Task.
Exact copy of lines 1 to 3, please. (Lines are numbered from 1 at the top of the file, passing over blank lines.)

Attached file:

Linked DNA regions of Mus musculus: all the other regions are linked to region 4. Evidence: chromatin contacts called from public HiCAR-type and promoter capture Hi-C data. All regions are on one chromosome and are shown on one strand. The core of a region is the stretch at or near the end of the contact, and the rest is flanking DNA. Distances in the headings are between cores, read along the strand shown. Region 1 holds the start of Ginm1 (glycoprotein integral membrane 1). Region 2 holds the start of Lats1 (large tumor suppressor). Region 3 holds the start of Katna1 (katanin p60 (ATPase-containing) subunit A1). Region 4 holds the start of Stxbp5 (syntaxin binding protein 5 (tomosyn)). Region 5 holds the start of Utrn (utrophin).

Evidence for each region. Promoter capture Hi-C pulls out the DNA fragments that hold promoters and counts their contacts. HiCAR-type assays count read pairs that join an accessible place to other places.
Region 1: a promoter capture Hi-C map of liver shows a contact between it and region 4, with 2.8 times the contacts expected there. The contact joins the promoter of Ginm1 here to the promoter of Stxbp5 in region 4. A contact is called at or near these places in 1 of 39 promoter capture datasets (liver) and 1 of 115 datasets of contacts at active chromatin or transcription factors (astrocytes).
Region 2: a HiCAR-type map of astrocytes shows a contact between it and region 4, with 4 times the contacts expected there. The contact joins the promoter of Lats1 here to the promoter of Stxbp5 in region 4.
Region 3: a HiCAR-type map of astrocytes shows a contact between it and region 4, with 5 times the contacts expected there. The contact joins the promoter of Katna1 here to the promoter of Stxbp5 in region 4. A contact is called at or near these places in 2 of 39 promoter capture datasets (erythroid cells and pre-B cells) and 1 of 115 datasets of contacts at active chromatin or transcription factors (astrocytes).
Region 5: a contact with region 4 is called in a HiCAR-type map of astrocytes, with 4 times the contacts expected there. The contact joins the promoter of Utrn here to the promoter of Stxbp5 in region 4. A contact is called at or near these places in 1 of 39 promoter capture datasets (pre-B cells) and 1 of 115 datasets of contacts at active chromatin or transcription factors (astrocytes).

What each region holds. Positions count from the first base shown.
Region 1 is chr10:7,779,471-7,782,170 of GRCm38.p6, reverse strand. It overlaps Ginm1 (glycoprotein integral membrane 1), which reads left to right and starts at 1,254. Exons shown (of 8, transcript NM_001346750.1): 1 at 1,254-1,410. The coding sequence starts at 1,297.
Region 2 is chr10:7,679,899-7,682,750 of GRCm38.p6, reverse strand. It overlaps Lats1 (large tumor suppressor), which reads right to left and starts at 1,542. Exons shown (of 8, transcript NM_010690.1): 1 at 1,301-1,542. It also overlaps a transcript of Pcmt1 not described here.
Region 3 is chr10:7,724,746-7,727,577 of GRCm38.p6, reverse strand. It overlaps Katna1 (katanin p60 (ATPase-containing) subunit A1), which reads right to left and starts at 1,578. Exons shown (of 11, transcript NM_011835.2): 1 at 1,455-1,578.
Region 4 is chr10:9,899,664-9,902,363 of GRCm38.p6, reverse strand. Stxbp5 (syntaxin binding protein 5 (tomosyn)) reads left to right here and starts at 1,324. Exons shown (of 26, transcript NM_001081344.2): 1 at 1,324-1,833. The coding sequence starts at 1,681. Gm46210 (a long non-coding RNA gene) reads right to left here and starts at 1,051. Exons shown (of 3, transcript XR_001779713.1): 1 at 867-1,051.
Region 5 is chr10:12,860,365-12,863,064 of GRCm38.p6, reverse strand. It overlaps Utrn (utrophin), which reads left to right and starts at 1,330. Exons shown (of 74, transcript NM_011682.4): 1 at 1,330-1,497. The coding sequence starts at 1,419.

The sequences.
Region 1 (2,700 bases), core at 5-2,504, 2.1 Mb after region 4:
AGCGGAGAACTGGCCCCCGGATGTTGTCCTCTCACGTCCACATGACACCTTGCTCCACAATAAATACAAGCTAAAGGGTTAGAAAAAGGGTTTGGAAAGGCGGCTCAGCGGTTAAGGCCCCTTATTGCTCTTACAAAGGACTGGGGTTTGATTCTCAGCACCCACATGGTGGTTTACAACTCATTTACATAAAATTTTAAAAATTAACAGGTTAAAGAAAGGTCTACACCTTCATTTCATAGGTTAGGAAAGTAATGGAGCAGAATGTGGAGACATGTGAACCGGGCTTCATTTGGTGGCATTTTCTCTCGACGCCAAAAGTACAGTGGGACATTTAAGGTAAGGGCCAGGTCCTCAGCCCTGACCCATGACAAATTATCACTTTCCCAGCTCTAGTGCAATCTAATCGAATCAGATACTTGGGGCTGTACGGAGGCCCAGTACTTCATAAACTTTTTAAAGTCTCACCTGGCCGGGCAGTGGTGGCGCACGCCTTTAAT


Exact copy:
Linked DNA regions of Mus musculus: all the other regions are linked to region 4. Evidence: chromatin contacts called from public HiCAR-type and promoter capture Hi-C data. All regions are on one chromosome and are shown on one strand. The core of a region is the stretch at or near the end of the contact, and the rest is flanking DNA. Distances in the headings are between cores, read along the strand shown. Region 1 holds the start of Ginm1 (glycoprotein integral membrane 1). Region 2 holds the start of Lats1 (large tumor suppressor). Region 3 holds the start of Katna1 (katanin p60 (ATPase-containing) subunit A1). Region 4 holds the start of Stxbp5 (syntaxin binding protein 5 (tomosyn)). Region 5 holds the start of Utrn (utrophin).

Evidence for each region. Promoter capture Hi-C pulls out the DNA fragments that hold promoters and counts their contacts. HiCAR-type assays count read pairs that join an accessible place to other places.
Region 1: a promoter capture Hi-C map of liver shows a contact between it and region 4, with 2.8 times the contacts expected there. The contact joins the promoter of Ginm1 here to the promoter of Stxbp5 in region 4. A contact is called at or near these places in 1 of 39 promoter capture datasets (liver) and 1 of 115 datasets of contacts at active chromatin or transcription factors (astrocytes).